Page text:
June 16, 2024

Nigeria’s Bonaventure Okere wins international astronomical prize for impact in education

Nigeria’s Bonaventure Okere wins international astronomical prize for impact in education

Dr. Bonaventure Okere, an esteemed astronomer with the National Space Research and Development Agency (NASRDA), has been awarded the 2024 International Astronomical Union (IAU) prize for astronomy education in Africa.

The announcement was made by Guido Schwarz, the IAU’s Press Officer, in a statement on the union’s official website, a copy of which was obtained by the News Agency of Nigeria (NAN) on Sunday.

The IAU prizes, established in 2022, are awarded in three categories: Astronomy Outreach, Development, and Education (ODE).

“The IAU has announced the 2024 winners of three IAU prizes that were created in 2022.

“The three awards recognise individuals and organisations who have made outstanding contributions to the fields of astronomy outreach, development and education.

“The 2024 ODE Education prize is awarded to Linda Strubbe and Okere for their leadership in creating high-quality educational experiences in astronomy for African university students.

“ Okere led the foundation of the Pan-African School for Emerging Astronomers (PASEA) at the IAU 28th General Assembly, in Beijing to improve Science, Technology, Engineering and Mathematics education in Nigeria and Africa.’’

Schwarz said that Okere’s partner, Strubbe, had been central in creating very high-quality educational experiences in PASEA through her design, leadership and teaching.

According to Schwarz, Okere’s work draws on a particularly strong evidence base across the educational curriculum; from professional development for PASEA instructors to the evaluation of student’s learning.

“The inquiry-based curriculum intertwines teaching content with scientific practices, and is highly regarded by students, building on Bonaventure Okere’s vision of leveraging the world-class astronomy facilities on the continent.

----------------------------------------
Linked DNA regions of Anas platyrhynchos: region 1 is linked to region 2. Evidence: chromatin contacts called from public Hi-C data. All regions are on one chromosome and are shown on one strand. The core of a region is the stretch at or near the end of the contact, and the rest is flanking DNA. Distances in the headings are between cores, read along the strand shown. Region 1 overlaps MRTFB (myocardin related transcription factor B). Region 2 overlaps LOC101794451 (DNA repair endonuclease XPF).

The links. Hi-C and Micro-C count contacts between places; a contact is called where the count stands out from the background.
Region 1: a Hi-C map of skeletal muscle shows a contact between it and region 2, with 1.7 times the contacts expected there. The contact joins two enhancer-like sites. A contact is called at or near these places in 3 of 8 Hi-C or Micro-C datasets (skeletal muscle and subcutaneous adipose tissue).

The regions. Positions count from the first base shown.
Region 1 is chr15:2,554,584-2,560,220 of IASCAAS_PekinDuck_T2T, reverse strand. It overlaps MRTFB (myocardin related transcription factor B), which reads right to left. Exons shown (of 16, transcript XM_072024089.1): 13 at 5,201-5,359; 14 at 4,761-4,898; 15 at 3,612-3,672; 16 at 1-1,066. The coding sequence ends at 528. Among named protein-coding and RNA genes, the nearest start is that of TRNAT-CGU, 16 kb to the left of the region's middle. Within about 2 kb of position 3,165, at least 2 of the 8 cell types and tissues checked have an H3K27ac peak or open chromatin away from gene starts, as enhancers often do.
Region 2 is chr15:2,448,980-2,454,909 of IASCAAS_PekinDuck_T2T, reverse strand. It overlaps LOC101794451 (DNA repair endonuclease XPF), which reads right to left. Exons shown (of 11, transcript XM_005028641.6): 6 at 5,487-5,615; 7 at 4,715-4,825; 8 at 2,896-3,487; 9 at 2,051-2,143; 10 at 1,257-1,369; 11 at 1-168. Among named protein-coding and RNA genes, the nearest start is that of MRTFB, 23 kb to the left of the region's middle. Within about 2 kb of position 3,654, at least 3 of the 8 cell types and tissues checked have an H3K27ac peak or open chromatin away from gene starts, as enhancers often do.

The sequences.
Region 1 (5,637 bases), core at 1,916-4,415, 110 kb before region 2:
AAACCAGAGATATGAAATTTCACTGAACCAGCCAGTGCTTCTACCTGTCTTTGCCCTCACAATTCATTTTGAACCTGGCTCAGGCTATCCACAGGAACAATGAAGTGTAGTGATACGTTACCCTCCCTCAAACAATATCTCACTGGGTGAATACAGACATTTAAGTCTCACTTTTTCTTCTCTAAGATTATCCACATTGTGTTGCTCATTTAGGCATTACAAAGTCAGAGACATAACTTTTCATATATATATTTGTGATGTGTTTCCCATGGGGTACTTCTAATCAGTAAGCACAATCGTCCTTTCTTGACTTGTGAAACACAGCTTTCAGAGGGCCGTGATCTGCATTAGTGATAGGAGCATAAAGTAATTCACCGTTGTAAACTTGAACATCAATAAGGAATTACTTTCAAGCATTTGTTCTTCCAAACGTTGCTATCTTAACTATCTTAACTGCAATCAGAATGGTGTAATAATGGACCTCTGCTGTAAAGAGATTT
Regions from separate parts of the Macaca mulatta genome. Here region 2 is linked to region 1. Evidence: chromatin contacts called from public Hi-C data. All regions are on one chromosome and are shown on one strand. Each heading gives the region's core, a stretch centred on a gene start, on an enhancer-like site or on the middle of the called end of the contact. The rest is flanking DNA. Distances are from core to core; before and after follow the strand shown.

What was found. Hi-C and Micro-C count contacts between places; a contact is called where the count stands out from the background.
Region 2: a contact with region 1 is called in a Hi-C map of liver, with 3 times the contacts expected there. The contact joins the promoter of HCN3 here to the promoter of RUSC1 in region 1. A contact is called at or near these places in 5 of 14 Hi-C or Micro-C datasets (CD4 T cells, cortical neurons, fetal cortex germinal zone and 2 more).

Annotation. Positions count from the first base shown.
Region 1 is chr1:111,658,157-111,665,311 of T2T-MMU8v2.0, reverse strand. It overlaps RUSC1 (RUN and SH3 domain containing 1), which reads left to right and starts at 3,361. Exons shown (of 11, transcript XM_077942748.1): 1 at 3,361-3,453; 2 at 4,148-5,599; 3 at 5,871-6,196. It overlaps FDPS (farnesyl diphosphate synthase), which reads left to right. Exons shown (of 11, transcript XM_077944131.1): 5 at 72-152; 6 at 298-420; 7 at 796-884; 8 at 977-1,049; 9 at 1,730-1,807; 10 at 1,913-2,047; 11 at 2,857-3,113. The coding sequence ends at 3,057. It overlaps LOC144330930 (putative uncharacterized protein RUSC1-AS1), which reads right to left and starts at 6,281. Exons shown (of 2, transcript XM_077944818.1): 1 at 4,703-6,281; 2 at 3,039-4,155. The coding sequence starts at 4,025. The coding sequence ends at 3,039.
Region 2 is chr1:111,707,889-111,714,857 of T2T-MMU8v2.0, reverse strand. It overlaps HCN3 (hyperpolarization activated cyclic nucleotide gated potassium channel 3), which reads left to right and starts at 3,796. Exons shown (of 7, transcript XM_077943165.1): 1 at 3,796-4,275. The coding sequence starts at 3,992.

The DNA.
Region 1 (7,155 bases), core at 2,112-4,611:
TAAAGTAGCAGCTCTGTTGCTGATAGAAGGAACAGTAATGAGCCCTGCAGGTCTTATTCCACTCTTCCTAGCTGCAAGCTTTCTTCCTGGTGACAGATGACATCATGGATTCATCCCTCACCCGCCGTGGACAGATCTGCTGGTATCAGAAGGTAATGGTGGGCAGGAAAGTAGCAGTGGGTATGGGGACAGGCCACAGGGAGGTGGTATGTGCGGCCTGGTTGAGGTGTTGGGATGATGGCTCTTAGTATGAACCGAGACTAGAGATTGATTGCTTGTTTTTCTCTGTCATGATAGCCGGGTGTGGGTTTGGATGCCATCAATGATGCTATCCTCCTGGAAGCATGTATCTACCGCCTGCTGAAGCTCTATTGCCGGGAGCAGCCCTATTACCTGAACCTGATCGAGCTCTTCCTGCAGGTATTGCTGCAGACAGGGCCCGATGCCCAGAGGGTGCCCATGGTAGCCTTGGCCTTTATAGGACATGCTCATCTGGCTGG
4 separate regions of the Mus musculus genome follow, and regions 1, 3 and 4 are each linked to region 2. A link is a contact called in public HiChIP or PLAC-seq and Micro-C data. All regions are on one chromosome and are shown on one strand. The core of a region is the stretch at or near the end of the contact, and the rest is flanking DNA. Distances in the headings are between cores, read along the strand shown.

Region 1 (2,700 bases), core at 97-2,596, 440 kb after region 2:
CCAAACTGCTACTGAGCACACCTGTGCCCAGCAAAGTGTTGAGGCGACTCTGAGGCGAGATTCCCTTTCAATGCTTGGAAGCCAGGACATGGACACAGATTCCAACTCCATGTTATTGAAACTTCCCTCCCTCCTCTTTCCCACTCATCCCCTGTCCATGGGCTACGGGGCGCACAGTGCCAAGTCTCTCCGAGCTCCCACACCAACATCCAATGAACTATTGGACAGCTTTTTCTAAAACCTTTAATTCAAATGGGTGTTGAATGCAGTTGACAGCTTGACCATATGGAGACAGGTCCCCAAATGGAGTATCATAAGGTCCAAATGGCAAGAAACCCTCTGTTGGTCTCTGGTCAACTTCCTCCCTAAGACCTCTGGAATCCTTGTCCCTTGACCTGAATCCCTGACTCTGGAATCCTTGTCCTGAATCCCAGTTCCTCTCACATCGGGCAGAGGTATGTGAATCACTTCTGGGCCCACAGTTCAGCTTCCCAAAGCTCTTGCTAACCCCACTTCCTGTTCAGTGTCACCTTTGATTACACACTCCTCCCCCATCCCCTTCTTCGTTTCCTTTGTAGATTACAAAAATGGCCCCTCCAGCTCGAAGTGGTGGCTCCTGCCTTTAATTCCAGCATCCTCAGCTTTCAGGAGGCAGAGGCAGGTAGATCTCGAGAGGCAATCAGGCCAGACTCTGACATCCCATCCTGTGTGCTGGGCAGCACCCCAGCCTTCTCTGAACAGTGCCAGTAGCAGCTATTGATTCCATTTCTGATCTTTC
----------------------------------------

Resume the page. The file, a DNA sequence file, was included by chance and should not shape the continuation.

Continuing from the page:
“The impact of Strubbe’s and Okere’s initiative, leadership, and excellence in implementing PASEA is already enormous and will continue to grow into the future,” he said.

He said that PASEA had trained no fewer than 300 students across 18 African countries, with the sixth school being held in Tunisia this year.

Bonaventure Okere, in his response, said that with the many observatories across Africa, he had always pondered on how to contribute to the development of astronomers from Africa who would play key roles in the observatories.

He said the collaborative journey to build a critical mass of astronomers across Africa began in 2012 and led to the founding of PASEA, adding that he was honoured to receive the prize for team PASEA.

Other prize winners were Saran Poshyachinda for IAU Outreach and the Central American-Caribbean Bridge in Astrophysics for the IAU Development.

A total of 62 valid nominations were received, with both the nominators and nominees spanning the entire globe.

The awards will be formally presented at the IAU 32nd General Assembly (IAUGA2024) in Cape Town, South Africa, in August.

Dr. Bonaventure Okere currently serves as the Director of the Centre for Basic Space Science and Astronomy at NASRDA, while Linda Strubbe continues to contribute to physics education projects in the U.S. and support African astronomy education.

Vanguard News